Only human beings, with values, principles, knowledge in a variety of non-technological fields can recognise the inherent biases and societal problems that lie hidden in “neutral” algorithms and technology, writes Martin Schmalzried.
Digitalisation, innovation, science, technology, “Europe is lagging behind”… The headlines have been piling up for years about Europe “missing the Digital revolution” and the need to invest heavily in these areas, all of which, of course, will solve a myriad of societal problems: Fintechs will promote financial inclusion, self-driving cars will slash road fatalities, “smart” healthcare will prevent diseases and save lives, predictive policing will enhance safety and security, machine learning will profoundly transform our societies including the world of work.
And then you hear from the party-poopers, warning about an Orwellian/dystopian future ruled by machines, standing between Europe and economic growth, jobs, wealth creation, and of course, killing people who could be saved by the technologies they are currently stalling.
In many ways, this chasm can be explained between on the one hand, those who believe that everything can be quantified and objectified, leading to “informed” decisions based on strict “impact assessment” or “cost-benefit” analysis i.e. the technocrats, and on the other hand, those who believe that human decisions based on principles, values, ideologies and debate are the foundation upon which our societies are built and cannot be replaced by science alone i.e. the democrats. It is about time to defeat the technocrats once and for all.
First, let us look at the “economic growth” claim. Measuring productivity growth and GDP, the technocrats have a solid case for claiming that innovation and technology have enhanced both.
Looking at real mean household income by quintile in the US, however, paints another picture.
Except for the top quintile, real household income has stagnated since the 1960s. In short, the economic benefits from innovation and technology have ended solely in the pockets of the wealthiest few. And so the obvious question is: how should we redistribute the benefits and wealth generated from innovation?
Second, let us examine the “saving lives” claim. This is more generally linked to the attempt, by technocrats, of emptying their actions by instrumentalising core values and principles such as human rights in order to justify their actions. But their selective application easily reveals the hidden intentions, usually massive profits. Historical examples include the tobacco industry, which produced scientific evidence downplaying the impact of smoking on health.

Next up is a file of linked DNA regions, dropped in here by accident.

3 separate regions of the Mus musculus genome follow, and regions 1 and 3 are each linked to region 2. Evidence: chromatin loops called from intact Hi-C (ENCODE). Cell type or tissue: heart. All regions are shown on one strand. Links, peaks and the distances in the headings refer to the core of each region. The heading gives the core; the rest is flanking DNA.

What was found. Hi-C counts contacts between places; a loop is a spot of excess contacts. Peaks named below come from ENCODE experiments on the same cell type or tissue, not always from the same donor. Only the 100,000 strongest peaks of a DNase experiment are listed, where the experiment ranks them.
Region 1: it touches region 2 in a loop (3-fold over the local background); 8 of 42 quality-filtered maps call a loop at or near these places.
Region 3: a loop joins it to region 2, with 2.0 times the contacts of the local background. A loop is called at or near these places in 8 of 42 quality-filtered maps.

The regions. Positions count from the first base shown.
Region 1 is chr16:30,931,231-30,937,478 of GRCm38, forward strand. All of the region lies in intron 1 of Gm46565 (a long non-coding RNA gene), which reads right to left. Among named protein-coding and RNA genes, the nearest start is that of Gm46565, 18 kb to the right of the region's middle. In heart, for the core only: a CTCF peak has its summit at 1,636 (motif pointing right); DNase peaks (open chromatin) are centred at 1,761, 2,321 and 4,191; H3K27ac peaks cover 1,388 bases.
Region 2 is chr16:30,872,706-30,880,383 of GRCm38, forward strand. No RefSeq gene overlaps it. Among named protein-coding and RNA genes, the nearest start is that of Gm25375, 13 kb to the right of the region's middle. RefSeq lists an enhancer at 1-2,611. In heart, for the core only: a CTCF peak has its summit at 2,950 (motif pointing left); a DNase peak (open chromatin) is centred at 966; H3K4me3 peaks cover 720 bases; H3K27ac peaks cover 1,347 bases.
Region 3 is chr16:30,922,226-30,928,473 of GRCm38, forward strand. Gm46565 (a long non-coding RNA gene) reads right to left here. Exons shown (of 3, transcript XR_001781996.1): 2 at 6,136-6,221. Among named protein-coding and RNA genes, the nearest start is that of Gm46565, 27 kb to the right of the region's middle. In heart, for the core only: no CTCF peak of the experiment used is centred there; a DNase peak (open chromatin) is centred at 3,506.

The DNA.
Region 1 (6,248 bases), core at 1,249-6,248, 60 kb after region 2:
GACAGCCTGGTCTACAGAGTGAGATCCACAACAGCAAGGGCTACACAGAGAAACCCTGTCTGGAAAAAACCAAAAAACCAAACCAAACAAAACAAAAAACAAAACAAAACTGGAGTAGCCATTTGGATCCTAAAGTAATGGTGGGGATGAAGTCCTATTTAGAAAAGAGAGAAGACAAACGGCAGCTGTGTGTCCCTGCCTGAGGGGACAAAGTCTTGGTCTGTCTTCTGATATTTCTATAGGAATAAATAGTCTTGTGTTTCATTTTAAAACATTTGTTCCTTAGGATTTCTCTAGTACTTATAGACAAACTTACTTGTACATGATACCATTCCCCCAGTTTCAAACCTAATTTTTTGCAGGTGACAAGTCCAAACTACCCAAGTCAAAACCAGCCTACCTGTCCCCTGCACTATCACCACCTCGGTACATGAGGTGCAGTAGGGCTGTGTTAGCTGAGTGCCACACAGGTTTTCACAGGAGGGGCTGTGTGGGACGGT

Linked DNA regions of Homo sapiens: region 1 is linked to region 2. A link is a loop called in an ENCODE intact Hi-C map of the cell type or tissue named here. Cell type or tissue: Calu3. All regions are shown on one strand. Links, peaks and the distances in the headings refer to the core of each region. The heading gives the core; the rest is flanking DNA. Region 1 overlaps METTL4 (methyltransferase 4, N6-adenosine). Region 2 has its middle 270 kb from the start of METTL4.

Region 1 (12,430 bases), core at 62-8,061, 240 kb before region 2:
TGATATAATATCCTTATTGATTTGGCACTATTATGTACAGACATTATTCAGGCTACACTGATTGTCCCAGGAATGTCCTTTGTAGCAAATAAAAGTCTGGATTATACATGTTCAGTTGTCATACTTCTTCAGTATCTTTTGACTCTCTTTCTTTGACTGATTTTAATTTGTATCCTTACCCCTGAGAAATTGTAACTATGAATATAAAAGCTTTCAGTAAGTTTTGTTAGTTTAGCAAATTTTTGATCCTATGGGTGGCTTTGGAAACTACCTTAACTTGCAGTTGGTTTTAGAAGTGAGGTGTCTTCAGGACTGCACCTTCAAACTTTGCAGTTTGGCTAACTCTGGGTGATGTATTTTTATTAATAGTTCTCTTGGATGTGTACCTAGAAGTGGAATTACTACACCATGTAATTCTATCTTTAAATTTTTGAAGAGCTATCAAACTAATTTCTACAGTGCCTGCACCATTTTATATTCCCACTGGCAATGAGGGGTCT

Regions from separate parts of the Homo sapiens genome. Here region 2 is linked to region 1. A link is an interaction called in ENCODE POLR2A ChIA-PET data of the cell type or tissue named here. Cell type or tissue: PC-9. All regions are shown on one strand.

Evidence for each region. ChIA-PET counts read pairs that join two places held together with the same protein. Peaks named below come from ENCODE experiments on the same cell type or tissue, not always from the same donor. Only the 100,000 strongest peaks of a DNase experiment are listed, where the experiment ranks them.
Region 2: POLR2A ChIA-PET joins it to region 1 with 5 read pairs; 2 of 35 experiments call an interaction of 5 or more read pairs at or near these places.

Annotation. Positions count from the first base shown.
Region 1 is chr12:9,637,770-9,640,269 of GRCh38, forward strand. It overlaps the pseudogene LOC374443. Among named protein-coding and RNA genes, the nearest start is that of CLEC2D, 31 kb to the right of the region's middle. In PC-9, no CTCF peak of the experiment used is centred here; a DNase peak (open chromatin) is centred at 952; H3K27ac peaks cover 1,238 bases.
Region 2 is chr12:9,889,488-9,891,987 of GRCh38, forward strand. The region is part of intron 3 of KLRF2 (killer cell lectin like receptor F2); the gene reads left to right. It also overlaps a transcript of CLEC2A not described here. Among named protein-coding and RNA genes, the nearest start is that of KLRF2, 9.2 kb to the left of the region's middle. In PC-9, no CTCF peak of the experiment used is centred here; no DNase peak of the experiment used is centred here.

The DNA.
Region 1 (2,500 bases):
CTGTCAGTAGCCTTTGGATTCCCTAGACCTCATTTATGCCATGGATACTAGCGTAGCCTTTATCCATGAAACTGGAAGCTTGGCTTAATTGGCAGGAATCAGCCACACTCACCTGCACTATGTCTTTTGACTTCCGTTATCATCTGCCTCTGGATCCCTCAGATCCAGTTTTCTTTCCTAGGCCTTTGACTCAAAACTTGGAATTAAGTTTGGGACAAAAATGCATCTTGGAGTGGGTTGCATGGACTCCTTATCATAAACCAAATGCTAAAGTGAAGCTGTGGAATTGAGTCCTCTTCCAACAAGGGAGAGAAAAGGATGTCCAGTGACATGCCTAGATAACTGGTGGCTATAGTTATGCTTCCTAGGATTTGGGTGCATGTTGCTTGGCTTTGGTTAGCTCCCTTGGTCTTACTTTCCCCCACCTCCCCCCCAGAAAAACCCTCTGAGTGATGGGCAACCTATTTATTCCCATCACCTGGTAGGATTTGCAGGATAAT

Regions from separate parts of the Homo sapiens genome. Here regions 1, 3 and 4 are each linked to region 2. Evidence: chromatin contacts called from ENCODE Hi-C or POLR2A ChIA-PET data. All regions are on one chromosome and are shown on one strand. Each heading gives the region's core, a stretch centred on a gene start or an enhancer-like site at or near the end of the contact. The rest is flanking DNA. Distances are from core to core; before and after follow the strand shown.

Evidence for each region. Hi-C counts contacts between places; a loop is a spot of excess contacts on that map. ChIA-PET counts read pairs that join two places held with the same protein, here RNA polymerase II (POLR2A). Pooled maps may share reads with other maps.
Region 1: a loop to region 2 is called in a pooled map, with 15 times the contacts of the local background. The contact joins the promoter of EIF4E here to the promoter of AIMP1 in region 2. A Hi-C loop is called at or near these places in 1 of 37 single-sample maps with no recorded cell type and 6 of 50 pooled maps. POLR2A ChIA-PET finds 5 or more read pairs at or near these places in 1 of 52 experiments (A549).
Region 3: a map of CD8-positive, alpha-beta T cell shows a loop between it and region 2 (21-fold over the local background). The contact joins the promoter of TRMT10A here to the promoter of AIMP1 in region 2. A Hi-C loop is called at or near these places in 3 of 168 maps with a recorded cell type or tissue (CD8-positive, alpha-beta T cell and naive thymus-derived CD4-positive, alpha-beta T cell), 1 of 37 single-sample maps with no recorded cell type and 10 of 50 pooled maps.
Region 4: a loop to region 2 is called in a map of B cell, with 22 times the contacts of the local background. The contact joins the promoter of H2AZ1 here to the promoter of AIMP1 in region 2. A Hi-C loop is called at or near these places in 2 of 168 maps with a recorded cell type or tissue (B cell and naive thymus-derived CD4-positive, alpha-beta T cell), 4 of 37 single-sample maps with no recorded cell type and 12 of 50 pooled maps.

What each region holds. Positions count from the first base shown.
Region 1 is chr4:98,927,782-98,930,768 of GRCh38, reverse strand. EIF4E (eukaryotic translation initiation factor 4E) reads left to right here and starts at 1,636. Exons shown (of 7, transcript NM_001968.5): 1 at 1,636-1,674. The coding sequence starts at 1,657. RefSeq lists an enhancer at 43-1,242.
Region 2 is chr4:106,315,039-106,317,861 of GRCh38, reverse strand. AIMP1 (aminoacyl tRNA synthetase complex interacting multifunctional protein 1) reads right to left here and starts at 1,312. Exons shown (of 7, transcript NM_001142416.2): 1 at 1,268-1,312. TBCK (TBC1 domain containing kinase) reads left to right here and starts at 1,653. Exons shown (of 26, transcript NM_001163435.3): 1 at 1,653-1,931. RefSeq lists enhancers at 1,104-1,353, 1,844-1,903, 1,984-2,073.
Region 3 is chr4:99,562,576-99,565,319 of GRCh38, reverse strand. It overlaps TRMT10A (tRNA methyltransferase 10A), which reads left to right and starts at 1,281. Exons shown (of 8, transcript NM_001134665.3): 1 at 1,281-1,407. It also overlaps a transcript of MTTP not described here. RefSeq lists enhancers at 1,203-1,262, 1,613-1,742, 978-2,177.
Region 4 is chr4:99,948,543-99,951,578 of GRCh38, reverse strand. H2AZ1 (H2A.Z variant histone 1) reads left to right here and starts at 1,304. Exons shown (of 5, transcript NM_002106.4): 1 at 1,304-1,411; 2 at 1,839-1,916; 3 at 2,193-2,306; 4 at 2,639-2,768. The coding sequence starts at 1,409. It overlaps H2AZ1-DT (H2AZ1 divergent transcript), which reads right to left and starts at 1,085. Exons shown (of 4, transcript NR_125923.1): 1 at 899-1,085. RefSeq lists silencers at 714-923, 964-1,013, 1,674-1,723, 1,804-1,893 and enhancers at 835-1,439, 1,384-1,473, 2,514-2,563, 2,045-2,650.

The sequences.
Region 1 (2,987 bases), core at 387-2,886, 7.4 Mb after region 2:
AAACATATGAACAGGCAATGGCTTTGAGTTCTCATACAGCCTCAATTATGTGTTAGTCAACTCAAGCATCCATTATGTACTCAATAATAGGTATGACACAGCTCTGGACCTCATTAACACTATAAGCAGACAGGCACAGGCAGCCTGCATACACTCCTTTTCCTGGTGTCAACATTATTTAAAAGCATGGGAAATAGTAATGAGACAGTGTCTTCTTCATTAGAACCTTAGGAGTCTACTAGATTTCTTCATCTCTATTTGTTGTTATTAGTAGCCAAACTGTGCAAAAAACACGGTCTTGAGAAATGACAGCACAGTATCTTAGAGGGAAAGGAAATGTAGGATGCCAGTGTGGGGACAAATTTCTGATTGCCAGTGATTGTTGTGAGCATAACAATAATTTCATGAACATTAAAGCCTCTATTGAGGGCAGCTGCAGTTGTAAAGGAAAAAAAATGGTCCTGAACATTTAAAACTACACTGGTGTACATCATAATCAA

The same can be said about climate change pseudo-research funded by fossil fuel energy companies. In these cases, science was and still is instrumentalised to block much necessary political action, which is directly linked to the necessity to root all political decisions on scientific grounds as opposed to taking political decisions based on precautionary principles. Looking at current dilemmas surrounding technology, technocrats are incapable of answering, at least in a humanly acceptable way, the sensitive trade-offs of technology.
The much-discussed question “In a situation where a self-driving car has to sacrifice its passengers or pedestrians, who should the self-driving car kill?” is a case in point. Whatever the decision, it cannot be answered by technology. The same goes for healthcare. Most certainly, if we monitor via implants a plethora of medical indicators of all human beings on earth, we will be able to prevent a large scale of deaths. Taking such technology to the extreme, we may even decide to seclude humans into giant inflated bubbles which protect them from anything including accidental injury or exposure to bacteria and viruses.
And again, this is where technocracy fails as it has no ready answer on how to balance the desires of humans for freedom, risk taking, being masters of their own destiny and their desires for security, safety and their fear of death. Of course, many technocrats will attempt at answering on behalf of humanity, as it could save millions (in healthcare spending, or push higher risk premiums on humans living risky lifestyles) of lives.
Finally, let us look at whether the “evidence” is really scientifically accurate. Predictive policing is probably the easiest way to illustrate the fundamental flaws in relying on technocrats. What does predictive policing tell us? That black/Latino/brown people are more likely to commit crimes? Or that people who come from a deprived family, working two jobs to make ends meet, have suffered from discrimination, and grew up in a deprived neighbourhood, are more likely to commit crimes?
That distinction is extremely important as in one case, the policy response might be to increase policing and throw any criminal into jail, whereas in the latter case, it would require heavy investment in job creation, refinancing schools, investing in urban development and fighting discrimination.
Only human beings, with values, principles, knowledge in a variety of non-technological fields such as sociology, history, psychology or philosophy, can recognise the inherent biases and societal problems that lie hidden in “neutral” algorithms and technology. These are the “real” skills that will be needed for steering the digital revolution towards achieving the common/public good.